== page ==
An exhaustive search for the perfect house has finally led you to the one that just feels right. Now it’s time to actually put an offer in and buy the place. Where do you start?
We’ve put together our top 10 tips on the buying process.
Are You Ready to Buy?
First things first: Is this the right time for you to buy a house? A few factors go in to this consideration.
1. Getting the Best Possible Rate
When people hear about mortgage rates in the news, they’re often hearing about the baseline mortgage rates set by the Federal Reserve. While it can be nice to understand how these are set, they actually have very little bearing on your personal rates because no one gets the baseline.
More important to determining your personal mortgage rate is the acronym IPAC: income, property, assets and credit. When mortgage lenders make loans, they have to judge the relative risk of the loan. That’s what IPAC is all about.
Your down payment may play into your rate as well.
2. Down Payment
Once you know what kind of shape you’re in with IPAC, it’s time to move on and consider the down payment. A down payment is required unless you’re applying for a VA loan.
You may not need to save as much as you think. If you’re looking to get a conventional loan, both Fannie Mae and Freddie Mac have multiple options for paying a small down payment. Fannie Mae has a 3% down program. For an FHA loan, you may be able to commit as little as 3.5% to the down payment.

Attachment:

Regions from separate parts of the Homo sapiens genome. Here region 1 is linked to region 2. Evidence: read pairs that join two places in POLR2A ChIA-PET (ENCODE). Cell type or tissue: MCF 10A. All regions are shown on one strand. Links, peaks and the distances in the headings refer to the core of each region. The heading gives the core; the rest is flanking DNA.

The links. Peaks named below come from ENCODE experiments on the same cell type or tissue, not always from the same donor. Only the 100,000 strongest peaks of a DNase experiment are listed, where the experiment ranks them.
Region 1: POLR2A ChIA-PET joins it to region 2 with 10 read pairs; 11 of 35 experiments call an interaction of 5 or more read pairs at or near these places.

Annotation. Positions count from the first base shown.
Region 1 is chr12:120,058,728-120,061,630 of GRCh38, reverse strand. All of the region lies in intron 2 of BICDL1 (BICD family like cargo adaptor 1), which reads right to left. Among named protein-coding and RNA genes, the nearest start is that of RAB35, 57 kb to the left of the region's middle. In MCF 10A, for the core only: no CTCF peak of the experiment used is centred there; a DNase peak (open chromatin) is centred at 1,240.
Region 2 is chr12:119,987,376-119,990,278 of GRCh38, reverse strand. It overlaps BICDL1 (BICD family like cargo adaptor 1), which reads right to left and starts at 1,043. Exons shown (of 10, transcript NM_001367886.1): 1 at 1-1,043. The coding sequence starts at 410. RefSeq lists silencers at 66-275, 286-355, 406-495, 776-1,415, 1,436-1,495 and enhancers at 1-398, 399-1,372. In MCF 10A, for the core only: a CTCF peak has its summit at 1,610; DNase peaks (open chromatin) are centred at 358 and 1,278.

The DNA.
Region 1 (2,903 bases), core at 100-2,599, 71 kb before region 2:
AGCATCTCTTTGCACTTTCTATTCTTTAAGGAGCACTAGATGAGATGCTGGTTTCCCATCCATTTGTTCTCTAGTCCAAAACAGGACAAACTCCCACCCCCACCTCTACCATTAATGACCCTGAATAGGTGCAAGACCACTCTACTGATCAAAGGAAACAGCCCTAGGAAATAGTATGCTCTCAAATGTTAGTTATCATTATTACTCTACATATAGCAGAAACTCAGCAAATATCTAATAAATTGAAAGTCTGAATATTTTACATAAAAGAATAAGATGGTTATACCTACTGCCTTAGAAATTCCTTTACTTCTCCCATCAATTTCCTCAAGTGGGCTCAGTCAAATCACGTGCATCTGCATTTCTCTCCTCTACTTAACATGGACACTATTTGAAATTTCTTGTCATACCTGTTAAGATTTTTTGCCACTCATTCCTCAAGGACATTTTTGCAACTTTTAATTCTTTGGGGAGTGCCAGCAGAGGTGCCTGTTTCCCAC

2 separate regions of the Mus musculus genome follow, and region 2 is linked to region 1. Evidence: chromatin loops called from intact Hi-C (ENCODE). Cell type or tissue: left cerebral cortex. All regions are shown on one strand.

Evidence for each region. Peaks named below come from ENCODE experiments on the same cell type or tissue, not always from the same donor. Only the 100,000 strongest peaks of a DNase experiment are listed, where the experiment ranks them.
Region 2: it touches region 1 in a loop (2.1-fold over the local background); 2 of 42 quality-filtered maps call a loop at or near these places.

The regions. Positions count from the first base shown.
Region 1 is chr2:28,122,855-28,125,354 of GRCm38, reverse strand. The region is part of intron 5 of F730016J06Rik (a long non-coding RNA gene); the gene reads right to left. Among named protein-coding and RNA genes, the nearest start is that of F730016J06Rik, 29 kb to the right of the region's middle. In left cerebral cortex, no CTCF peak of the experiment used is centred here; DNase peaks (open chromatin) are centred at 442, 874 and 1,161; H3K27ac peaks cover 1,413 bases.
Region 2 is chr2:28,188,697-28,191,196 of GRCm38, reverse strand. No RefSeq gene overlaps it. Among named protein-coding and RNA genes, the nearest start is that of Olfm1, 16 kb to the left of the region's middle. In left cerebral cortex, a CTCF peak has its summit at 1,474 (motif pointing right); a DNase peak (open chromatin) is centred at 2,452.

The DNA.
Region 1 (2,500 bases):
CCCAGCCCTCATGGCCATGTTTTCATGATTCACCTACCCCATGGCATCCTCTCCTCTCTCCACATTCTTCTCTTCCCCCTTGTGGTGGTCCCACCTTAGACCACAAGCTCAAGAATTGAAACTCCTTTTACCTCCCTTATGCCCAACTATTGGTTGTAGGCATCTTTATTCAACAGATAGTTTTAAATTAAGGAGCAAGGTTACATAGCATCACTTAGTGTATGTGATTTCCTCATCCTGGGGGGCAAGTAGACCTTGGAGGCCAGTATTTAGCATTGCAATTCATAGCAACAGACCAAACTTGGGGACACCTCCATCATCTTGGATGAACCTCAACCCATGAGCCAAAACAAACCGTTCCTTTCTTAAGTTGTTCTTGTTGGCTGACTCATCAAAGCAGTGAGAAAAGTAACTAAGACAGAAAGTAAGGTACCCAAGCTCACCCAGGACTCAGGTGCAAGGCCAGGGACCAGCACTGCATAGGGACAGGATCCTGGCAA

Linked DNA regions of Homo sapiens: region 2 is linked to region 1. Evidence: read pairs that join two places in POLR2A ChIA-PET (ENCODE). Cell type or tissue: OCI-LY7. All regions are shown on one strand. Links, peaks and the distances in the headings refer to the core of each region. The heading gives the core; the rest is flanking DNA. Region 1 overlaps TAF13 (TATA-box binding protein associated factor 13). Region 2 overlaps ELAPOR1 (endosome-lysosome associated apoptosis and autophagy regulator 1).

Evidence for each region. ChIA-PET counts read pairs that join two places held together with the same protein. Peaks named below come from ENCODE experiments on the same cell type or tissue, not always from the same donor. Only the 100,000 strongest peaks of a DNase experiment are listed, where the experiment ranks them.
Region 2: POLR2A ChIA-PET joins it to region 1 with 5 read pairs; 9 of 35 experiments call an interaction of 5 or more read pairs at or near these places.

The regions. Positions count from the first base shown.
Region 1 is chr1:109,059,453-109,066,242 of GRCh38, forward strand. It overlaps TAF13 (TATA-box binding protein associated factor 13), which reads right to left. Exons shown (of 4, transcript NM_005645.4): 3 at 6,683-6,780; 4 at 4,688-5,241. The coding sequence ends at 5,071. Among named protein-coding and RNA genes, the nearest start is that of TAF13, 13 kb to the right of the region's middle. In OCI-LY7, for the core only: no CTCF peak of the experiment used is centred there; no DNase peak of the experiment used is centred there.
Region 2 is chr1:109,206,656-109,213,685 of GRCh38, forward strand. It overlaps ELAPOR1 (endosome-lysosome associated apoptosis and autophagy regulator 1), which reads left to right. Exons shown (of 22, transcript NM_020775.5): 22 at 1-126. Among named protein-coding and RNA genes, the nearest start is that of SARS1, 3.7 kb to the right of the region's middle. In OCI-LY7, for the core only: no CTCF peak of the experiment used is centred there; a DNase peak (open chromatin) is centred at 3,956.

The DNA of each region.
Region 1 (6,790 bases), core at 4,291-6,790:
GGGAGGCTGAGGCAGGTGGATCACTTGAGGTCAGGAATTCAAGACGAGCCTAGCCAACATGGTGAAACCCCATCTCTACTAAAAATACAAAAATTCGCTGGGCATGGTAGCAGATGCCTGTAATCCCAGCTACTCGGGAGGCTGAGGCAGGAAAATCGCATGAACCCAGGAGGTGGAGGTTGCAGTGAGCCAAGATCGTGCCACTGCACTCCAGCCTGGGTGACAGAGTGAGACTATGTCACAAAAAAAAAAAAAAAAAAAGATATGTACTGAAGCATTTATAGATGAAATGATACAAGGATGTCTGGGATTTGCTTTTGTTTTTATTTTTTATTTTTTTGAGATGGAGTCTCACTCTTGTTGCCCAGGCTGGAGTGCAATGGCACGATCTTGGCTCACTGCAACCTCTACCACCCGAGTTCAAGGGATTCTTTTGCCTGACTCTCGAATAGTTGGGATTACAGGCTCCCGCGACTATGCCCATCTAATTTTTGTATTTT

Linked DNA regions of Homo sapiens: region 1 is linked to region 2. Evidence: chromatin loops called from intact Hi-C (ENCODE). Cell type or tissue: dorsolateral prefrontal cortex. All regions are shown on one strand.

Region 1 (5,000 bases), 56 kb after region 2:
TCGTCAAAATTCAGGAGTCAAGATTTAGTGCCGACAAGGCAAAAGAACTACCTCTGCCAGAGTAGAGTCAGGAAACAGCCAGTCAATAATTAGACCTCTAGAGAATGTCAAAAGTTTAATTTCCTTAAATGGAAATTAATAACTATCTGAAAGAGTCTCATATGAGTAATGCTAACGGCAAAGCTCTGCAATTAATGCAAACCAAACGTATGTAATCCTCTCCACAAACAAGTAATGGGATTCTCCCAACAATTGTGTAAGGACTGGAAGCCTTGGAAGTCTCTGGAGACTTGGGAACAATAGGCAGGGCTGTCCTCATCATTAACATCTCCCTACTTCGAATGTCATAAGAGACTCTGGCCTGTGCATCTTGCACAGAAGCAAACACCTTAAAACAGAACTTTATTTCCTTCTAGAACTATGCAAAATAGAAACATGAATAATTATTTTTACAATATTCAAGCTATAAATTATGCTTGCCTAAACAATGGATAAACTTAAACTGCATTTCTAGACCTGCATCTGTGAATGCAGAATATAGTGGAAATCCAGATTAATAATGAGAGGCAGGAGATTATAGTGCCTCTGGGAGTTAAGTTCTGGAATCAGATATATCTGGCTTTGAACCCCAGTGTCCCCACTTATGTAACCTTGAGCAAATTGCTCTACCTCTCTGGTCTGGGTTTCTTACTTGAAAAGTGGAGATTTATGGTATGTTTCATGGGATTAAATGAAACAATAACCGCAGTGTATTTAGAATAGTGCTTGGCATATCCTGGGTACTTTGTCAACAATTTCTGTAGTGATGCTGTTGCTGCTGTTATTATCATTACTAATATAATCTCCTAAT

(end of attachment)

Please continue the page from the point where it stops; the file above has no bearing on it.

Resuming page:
If you can afford it, there are some advantages to setting aside more for your down payment, such as not having to carry mortgage insurance, getting a lower rate on your mortgage insurance or eliminating your monthly mortgage insurance payment altogether with PMI Advantage.
3. Get Approved
Typically, sellers take offers from people who have already worked with a mortgage lender more seriously. They know you’re backing up your offer with hard data on how much you’re able to borrow.
With Rocket Mortgage, you can get a rock-solid mortgage approval while you’re standing in an open house. Fill out some basic information on yourself, pull your own credit and share your income and asset information from one of our trusted partners and you’ve got a mortgage approval in minutes. You can even use your phone and take pictures of documentation with our app for iOS and Android.
Once you’ve been approved and found the house that feels right, it’s time to put an offer in.
4. Earnest Money Deposit
When you get ready to put in your offer, it’s time to set aside the earnest money deposit. This is a small amount of money you put in when you sign the purchase agreement. This deposit serves as the seller’s assurance that you’re serious about this transaction and want to move forward.
When your loan closes, the earnest money deposit can be applied to your down payment or other closing costs.
For most loans, the next step is the appraisal to determine the home’s market value. This will tell the mortgage company if they’re loaning you the appropriate amount of money. Your house is collateral for your mortgage. It’s important that the appraisal come in at or higher than your negotiated purchase price; lenders aren’t allowed to give you a loan for more than the home is worth.
If the appraisal comes in below the agreed purchase price, the seller has a couple of options: come down in price to match the home value or abandon the deal. Have a backup plan in case the seller chooses the latter.